Question: Green Products - What are Green Products?
What makes products 'green' and how do we know for certain they are green?
Answer: The term 'green' has nothing to do with color, but the choice of name is appropriate because green is a color that is often associated with nature. Green products are considered kinder to the environment than non-green goods, in one way or another. The term is widely used and it doesn't take much for a product to be called green, so it can cover a wide range of consumer goods.
A product is considered earth-friendly if it is biodegradable, meaning that it will pose no threat to the earth and environment, when it is released to the air, water or earth while in use or when disposed of. These types of products usually decompose much quicker in a landfill, than similar items that are not biodegradable. Biodegradable household cleaners, soaps, dish and dishwasher detergents and laundry soaps are just a few examples of this type of green product.
If a product contains any amount of recycled goods in its construction, it is also considered green for two reasons. That's because recycling reuses a material keeping it out of the landfill, as well as saves on the environment when alternative materials are not manufactured and used for that component.
A product where packaging has been considerably reduced compared to other similar products requiring less shipping room and in turn reducing carbon emissions during transport to market, might also be considered green.
When a product's manufacturing process is designed specifically to save energy, reduce carbon emissions or use renewable energy to make that item, it can also give it a green label. In this case, the product really should also be earth-friendly, but this is not always the case.
Great strides have been made to manufacture green products in such a way as to reduce the manufacturing process and resulting impact on the earth, as well as making them earth-friendly when it comes to usage and disposal. Many countries, states and provinces also have green initiatives in place that encourage companies to look for ways to manufacture products in an earth-friendly manner. Every effort, even those that may appear minor to us, help to reduce the impact consumer goods have on our environment.
An unwanted or unneeded gift that is regifted to another person is also considered 'green' because the item is saved from landfill or waste, and another item does not have to be manufactured for the gift. Regifting is gaining popularity with those who love to recycle or simply want to better manage their gift budget. Many regifted gifts are very appreciated, but the gift-giver needs to adhere to some basic Regifting Rules to successfully regift a gift.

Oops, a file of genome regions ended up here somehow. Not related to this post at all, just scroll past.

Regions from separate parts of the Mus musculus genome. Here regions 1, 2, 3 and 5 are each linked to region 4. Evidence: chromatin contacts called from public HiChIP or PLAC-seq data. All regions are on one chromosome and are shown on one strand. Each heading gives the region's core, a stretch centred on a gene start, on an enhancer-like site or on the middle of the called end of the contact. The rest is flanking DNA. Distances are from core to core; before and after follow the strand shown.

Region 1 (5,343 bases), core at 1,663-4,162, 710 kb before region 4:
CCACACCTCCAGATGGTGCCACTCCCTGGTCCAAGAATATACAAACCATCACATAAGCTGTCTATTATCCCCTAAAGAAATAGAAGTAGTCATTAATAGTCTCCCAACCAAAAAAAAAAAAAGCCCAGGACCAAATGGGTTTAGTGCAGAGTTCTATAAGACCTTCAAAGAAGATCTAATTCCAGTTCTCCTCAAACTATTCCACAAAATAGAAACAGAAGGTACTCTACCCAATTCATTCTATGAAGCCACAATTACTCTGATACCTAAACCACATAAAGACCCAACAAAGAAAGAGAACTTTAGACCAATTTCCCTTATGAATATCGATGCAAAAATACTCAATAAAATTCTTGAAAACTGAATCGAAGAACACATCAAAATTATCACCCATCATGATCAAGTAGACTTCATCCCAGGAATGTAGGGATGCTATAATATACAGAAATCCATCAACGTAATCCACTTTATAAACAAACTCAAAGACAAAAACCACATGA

Read my book review: Regifting Revival! by Jodi Newbern
How do you know if your product is 'green'? Not all, but most green products have labels denoting the fact that they are either biodegradable, have been made from recycled goods or were subject to an earth-friendly manufacturing process. Manufacturers are well aware of the demand for green products and want to draw your attention to their wares, which they usually consider to be the best green products. However, consumers should read labels to confirm before buying to ensure they are getting what they pay for. It's just too easy to put the word 'green' on any product.
Note that green products are not the same as carbon zero or carbon neutral products which are in fact greener, though there may be similarities. Green can also apply to services or processes.
Green initiatives are undertaken in an effort to draw attention to the need to be kinder to our environment in everything we do. Green initiatives and green products are not same, though there is somewhat of a relation. Though green policies and endeavors should be conducted on an ongoing basis, there is much emphasis in the Spring when initiatives are often scheduled close to or on Earth Day every year. However, we really should be thinking green all the time.